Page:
Bill would expand work, scholarship opportunities for young caddies
Young caddies wouldn’t be deemed golf course employees in Wisconsin under legislation that backers say will put state law in sync with common practice and could create more jobs for youths who are willing to haul golf clubs around the links.
Legislation (Bill 699 in the Assembly and 629 in the Senate) governing employee status for caddies has garnered bipartisan support from lawmakers. It has passed in the Assembly and is on the Senate calendar for a vote Wednesday.
Under current law, minors who serve as caddies are considered employees of the golf course or organization that uses them. But in reality, many golf courses typically have looked at 12- to 17-year-old caddies as independent contractors.
The legislation, which was sought by golf course operators and a program that offers college scholarships to caddies, would eliminate the requirement that minor caddies be employees. By removing that mandate, clubs and golf courses wouldn’t have to adhere to overtime and wage requirements, and could more easily keep their overall employee headcounts under the 50-worker threshold that triggers mandatory health insurance coverage via the federal Affordable Care Act.
If caddies are not considered employees, it could encourage clubs and golf courses to use more of them, proponents of the legislation say. A golf course still would have the option of making caddies their employees.
Two of the main sponsors – Rep. Dan Knodl (R-Germantown) in the Assembly and Sen. Dale Kooyenga (R-Brookfield) in the Senate – say caddying is a great way for young people to develop a strong work ethic.
“It’s really their first work experience – kind of an entrepreneurship is the way I look at it when they enter into an agreement with a specific golfer to perform the service and then be rewarded by how well they perform those services,” Knodl said. “It’s just a terrific opportunity.”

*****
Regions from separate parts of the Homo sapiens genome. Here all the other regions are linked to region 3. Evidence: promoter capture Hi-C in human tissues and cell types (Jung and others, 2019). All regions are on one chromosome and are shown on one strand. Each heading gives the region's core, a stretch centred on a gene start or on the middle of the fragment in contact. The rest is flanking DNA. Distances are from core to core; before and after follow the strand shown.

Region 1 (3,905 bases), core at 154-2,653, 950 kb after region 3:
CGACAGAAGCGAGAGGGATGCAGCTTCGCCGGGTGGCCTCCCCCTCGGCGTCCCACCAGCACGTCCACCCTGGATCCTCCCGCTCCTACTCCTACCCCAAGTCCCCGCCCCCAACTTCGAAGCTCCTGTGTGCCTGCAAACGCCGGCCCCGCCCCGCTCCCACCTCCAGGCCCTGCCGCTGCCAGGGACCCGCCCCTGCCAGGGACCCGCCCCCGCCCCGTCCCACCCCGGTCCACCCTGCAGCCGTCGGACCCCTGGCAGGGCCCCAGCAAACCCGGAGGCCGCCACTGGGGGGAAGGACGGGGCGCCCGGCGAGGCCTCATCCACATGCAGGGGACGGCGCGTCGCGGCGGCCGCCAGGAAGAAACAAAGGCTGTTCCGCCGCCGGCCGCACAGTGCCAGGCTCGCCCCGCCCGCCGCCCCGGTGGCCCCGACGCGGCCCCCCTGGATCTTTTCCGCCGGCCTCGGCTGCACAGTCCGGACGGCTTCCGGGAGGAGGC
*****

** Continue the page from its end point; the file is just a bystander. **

Added Knodl: “You really earn on merit. The better job you do – the more understanding you have of the game or the course layout – and you’re able to help out golfers, they’re going to reciprocate and recognize you for those efforts.”
Kooyenga said caddying is a good job for young people because it teaches them a strong work ethic, including rising early.
“It’s a profession, much like the fast-food industry or many others, where it’s also teaching the proper way to interact with adults, the proper way to behave, be a gentleman or lady, and so I just think for many different reasons the bill makes tremendous sense,” Kooyenga said.
Kooyenga said the bill also indirectly supports the work of the Western Golf Association Evans Scholars Foundation college scholarship program because clubs and golf courses are likely to use more caddies if they don’t have the expense of considering them employees.
The Evans Scholars program provides academic, professional and social resources that help students with good grades who work as caddies. More than 11,050 young men and women have graduated as Evans Scholars since 1930, according to the Western Golf Association.
“The Evans Scholars program has reduced barriers for thousands of young men and women with limited access to a college education, and by reforming these mandatory requirements, Wisconsin can increase scholarship opportunities for students of limited financial means and drive more students into success,” Kooyenga said in his written proposal for the legislation.
With support from Republicans and Democrats, the legislation seems unlikely to run into problems when it gets to Gov. Tony Evers’ desk, Kooyenga said. Ten Democrats signed onto the bill in the Assembly, and in the Senate, five Democrats were on board.
“With such broad bipartisan support, I don’t see him vetoing it,” he said.
Paul Gores is a retired business reporter for the Milwaukee Journal Sentinel.